(Corrects timeframe in second paragraph.)
Sugar-cane crushing in Brazil’s Sao Paulo state will start later this season due to limited availability of the raw material, according to Cepea.
Harvesting probably will begin in the second half of April, the University of Sao Paulo research group said in a report e- mailed yesterday, citing its own survey. Farmers usually start gathering the crop at the end of March or beginning of April, according to Cepea analyst Heloisa Lee Burnquist. Brazil is the world’s largest sugar producer and Sao Paulo state is located in the Center-South region, the country’s main growing area.
Sugar-cane output in the Center South fell for the first time in a decade in the 2011-12 season after dry weather, frost, flowering and advanced age of the cane fields cut yields, according to industry group Unica.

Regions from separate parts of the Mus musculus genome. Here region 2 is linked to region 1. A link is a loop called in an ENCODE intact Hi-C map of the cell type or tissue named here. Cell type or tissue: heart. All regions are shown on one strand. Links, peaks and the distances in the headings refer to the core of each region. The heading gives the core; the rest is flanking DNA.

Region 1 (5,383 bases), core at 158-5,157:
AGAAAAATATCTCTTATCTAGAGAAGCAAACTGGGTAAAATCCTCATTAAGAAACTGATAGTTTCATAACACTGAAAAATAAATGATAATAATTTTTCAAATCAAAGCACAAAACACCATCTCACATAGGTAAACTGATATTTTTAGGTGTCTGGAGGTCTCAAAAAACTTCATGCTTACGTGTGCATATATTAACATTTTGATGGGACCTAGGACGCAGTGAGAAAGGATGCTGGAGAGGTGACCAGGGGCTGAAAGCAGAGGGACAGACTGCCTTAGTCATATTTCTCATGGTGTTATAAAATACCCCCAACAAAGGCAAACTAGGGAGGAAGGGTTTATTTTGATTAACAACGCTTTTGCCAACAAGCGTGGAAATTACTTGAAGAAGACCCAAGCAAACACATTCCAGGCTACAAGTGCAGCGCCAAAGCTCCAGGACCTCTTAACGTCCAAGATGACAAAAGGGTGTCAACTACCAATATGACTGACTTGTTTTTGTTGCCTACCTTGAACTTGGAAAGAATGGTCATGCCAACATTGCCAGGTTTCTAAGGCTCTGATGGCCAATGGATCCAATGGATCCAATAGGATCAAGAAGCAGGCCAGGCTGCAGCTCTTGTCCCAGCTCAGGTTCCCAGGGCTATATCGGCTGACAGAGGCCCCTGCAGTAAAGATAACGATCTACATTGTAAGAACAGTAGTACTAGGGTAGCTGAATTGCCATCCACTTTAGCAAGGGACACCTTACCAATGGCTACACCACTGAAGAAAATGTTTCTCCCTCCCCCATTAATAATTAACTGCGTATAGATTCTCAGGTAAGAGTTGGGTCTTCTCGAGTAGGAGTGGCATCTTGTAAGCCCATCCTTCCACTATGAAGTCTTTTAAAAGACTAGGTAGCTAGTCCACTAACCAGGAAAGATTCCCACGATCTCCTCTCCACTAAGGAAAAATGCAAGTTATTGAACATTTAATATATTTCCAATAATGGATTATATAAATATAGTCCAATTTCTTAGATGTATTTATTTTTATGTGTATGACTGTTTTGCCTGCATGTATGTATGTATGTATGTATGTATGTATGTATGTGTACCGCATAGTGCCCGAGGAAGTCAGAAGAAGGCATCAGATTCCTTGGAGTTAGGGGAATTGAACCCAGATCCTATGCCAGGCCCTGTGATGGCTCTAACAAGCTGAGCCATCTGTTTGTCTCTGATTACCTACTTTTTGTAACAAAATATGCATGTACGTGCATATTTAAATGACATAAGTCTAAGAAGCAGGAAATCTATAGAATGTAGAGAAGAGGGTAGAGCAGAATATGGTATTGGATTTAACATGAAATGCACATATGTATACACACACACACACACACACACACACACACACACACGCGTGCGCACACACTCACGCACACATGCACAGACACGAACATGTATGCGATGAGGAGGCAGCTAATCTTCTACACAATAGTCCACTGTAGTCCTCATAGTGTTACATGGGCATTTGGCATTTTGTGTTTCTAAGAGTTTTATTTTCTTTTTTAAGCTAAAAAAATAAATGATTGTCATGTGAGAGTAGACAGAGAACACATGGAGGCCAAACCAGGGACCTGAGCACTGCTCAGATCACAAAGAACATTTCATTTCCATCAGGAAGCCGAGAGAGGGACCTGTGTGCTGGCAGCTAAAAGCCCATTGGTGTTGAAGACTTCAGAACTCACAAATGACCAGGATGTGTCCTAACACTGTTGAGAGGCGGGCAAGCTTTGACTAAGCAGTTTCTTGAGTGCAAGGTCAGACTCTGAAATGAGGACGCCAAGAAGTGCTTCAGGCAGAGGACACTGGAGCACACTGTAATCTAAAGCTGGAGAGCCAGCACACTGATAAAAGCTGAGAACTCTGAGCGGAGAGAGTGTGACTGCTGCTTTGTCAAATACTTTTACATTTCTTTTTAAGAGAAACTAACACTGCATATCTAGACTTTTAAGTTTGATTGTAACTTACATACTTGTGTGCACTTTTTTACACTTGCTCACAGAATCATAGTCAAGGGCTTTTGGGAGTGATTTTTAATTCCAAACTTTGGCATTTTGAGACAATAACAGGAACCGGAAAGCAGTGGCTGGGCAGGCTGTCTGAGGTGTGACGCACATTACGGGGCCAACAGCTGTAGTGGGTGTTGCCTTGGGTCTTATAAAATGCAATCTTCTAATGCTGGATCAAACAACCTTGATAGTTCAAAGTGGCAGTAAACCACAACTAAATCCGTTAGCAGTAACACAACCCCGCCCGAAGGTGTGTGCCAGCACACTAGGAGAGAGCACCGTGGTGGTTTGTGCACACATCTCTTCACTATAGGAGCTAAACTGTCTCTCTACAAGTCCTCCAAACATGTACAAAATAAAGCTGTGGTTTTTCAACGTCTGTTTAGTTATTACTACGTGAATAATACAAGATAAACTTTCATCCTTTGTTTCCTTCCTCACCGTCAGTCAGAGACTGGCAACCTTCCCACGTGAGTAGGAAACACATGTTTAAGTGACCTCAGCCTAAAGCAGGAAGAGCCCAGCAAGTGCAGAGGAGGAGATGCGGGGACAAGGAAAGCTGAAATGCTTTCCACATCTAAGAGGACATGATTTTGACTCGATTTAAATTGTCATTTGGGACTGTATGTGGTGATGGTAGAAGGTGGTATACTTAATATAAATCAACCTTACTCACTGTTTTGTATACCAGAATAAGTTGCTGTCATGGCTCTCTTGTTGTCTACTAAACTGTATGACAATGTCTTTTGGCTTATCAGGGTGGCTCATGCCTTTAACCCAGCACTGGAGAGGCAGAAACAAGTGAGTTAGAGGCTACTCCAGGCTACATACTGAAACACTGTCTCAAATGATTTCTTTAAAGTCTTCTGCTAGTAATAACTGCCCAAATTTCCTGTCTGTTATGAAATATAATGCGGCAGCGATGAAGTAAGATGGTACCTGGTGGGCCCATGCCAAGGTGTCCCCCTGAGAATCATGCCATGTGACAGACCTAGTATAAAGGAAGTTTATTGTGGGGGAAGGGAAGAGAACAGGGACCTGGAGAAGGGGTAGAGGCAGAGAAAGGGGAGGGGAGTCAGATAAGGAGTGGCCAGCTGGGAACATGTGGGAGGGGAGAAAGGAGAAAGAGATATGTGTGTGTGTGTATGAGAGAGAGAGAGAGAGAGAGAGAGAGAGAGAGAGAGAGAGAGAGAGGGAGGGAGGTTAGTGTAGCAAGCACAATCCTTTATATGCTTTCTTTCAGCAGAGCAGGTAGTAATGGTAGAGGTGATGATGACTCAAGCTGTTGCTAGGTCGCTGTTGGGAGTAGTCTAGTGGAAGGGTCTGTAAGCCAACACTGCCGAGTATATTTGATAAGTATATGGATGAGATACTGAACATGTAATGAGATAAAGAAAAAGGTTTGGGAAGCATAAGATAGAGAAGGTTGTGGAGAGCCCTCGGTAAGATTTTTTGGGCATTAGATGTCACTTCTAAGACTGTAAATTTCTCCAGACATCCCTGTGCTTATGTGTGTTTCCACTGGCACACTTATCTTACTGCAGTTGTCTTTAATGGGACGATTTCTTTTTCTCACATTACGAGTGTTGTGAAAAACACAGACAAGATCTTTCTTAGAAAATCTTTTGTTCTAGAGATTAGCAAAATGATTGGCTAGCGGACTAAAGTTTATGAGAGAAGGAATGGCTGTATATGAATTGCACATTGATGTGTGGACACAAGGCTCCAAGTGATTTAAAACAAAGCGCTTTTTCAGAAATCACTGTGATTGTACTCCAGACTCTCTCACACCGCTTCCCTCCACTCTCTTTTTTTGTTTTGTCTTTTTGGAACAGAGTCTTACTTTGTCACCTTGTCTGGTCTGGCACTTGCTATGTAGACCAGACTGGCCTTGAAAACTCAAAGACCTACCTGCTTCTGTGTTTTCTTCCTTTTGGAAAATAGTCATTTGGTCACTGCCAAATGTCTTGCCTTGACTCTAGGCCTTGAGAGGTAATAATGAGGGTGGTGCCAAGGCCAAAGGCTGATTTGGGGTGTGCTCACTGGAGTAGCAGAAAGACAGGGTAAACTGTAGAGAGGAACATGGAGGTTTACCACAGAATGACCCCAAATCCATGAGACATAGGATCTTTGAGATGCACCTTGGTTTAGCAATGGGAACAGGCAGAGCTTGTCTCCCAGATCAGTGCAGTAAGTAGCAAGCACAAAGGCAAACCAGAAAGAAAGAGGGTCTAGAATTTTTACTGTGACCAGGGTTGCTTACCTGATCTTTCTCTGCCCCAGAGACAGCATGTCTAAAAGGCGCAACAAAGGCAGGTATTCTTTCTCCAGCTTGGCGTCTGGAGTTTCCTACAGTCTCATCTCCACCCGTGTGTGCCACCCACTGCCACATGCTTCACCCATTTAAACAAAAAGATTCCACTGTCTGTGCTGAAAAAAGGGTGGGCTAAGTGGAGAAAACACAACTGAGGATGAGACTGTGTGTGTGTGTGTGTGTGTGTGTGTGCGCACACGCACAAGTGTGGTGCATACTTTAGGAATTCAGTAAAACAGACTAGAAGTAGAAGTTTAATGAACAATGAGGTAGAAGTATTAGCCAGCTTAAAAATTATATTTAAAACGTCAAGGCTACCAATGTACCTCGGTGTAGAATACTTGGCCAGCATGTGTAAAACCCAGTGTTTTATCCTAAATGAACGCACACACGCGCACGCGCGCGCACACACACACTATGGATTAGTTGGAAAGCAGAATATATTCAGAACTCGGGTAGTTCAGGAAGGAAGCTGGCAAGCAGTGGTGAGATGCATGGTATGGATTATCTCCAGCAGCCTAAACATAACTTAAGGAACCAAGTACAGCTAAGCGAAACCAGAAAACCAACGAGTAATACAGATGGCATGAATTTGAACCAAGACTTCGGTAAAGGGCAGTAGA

“Since 2010, weather conditions have been affecting the quality of the sugar cane, which can also jeopardize the sugar yield this year,” Burnquist wrote.
Exports of sugar from Brazil extended their profitability over domestic sales last week, Cepea data show. Shipments were more than 11 percent more profitable than sales in the domestic market in the week ended March 23, up from 8.4 percent the previous seven days, according to the report.
Domestic sales were 34 percent more profitable last week than anhydrous ethanol, the type blended into gasoline, and 35 percent more advantageous than sales of the hydrous kind, used in flex-fuel cars, Cepea said. Both ethanol and sugar are made from sugar cane in Brazil.
To contact the reporter on this story: Isis Almeida in London at Ialmeida3@bloomberg.net
To contact the editor responsible for this story: Claudia Carpenter at Ccarpenter2@bloomberg.net.